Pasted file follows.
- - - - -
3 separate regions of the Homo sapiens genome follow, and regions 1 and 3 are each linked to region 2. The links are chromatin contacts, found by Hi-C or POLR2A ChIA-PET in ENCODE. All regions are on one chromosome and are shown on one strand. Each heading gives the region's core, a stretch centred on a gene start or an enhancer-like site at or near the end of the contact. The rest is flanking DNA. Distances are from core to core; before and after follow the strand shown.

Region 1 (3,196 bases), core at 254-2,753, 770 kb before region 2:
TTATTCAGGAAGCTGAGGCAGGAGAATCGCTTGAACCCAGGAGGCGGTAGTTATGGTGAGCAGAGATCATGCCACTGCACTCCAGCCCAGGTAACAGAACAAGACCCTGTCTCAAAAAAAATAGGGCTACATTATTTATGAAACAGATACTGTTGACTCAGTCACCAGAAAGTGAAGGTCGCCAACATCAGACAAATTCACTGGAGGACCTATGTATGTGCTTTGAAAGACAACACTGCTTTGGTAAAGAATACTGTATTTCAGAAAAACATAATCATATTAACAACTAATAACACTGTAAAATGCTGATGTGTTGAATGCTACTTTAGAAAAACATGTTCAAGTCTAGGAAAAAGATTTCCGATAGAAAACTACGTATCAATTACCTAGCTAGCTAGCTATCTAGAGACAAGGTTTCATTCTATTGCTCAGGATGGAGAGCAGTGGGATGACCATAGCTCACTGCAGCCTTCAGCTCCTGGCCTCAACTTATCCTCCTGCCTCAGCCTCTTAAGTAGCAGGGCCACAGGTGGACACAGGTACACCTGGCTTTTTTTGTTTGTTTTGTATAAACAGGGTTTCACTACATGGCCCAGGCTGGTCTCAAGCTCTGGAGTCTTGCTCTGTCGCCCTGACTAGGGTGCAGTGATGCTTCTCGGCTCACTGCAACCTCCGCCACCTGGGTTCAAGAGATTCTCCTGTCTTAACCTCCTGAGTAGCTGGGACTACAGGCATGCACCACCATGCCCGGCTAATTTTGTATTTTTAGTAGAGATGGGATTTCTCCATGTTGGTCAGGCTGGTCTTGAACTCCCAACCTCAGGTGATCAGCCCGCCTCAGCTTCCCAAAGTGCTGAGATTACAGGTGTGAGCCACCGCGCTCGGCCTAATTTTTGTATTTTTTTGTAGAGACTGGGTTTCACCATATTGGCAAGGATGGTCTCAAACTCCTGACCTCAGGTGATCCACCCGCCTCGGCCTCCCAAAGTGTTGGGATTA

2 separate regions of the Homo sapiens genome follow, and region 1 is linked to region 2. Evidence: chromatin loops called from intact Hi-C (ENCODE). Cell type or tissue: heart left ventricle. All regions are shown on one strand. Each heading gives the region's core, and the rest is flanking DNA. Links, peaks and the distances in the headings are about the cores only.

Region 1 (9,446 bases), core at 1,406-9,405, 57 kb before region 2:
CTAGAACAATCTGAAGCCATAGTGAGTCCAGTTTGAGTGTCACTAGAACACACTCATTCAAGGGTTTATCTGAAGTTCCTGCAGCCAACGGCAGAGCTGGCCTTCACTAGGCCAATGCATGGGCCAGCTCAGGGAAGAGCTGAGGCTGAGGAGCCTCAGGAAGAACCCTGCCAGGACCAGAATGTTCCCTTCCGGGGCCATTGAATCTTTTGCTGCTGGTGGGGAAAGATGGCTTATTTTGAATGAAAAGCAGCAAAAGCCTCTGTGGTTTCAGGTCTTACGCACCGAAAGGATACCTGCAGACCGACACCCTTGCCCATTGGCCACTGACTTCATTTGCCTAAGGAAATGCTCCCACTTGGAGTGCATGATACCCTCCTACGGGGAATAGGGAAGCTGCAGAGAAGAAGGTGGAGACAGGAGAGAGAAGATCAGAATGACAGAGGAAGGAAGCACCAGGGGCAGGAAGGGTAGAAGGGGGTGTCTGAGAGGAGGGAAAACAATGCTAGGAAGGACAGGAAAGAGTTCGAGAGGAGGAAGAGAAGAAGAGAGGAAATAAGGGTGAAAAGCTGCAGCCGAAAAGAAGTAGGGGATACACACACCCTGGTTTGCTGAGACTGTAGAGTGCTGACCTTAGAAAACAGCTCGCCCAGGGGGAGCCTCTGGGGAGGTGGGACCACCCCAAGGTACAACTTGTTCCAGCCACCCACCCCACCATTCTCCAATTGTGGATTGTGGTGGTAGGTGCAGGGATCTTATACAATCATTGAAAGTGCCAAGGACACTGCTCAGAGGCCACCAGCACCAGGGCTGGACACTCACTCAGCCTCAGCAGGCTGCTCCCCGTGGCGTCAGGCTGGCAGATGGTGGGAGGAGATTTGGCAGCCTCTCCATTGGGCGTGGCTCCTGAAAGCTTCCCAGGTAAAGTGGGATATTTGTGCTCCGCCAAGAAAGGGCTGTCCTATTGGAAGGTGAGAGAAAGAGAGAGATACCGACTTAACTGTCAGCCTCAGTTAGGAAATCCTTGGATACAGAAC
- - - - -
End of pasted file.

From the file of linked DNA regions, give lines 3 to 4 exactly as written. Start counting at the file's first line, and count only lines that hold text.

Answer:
TTATTCAGGAAGCTGAGGCAGGAGAATCGCTTGAACCCAGGAGGCGGTAGTTATGGTGAGCAGAGATCATGCCACTGCACTCCAGCCCAGGTAACAGAACAAGACCCTGTCTCAAAAAAAATAGGGCTACATTATTTATGAAACAGATACTGTTGACTCAGTCACCAGAAAGTGAAGGTCGCCAACATCAGACAAATTCACTGGAGGACCTATGTATGTGCTTTGAAAGACAACACTGCTTTGGTAAAGAATACTGTATTTCAGAAAAACATAATCATATTAACAACTAATAACACTGTAAAATGCTGATGTGTTGAATGCTACTTTAGAAAAACATGTTCAAGTCTAGGAAAAAGATTTCCGATAGAAAACTACGTATCAATTACCTAGCTAGCTAGCTATCTAGAGACAAGGTTTCATTCTATTGCTCAGGATGGAGAGCAGTGGGATGACCATAGCTCACTGCAGCCTTCAGCTCCTGGCCTCAACTTATCCTCCTGCCTCAGCCTCTTAAGTAGCAGGGCCACAGGTGGACACAGGTACACCTGGCTTTTTTTGTTTGTTTTGTATAAACAGGGTTTCACTACATGGCCCAGGCTGGTCTCAAGCTCTGGAGTCTTGCTCTGTCGCCCTGACTAGGGTGCAGTGATGCTTCTCGGCTCACTGCAACCTCCGCCACCTGGGTTCAAGAGATTCTCCTGTCTTAACCTCCTGAGTAGCTGGGACTACAGGCATGCACCACCATGCCCGGCTAATTTTGTATTTTTAGTAGAGATGGGATTTCTCCATGTTGGTCAGGCTGGTCTTGAACTCCCAACCTCAGGTGATCAGCCCGCCTCAGCTTCCCAAAGTGCTGAGATTACAGGTGTGAGCCACCGCGCTCGGCCTAATTTTTGTATTTTTTTGTAGAGACTGGGTTTCACCATATTGGCAAGGATGGTCTCAAACTCCTGACCTCAGGTGATCCACCCGCCTCGGCCTCCCAAAGTGTTGGGATTA

2 separate regions of the Homo sapiens genome follow, and region 1 is linked to region 2. Evidence: chromatin loops called from intact Hi-C (ENCODE). Cell type or tissue: heart left ventricle. All regions are shown on one strand. Each heading gives the region's core, and the rest is flanking DNA. Links, peaks and the distances in the headings are about the cores only.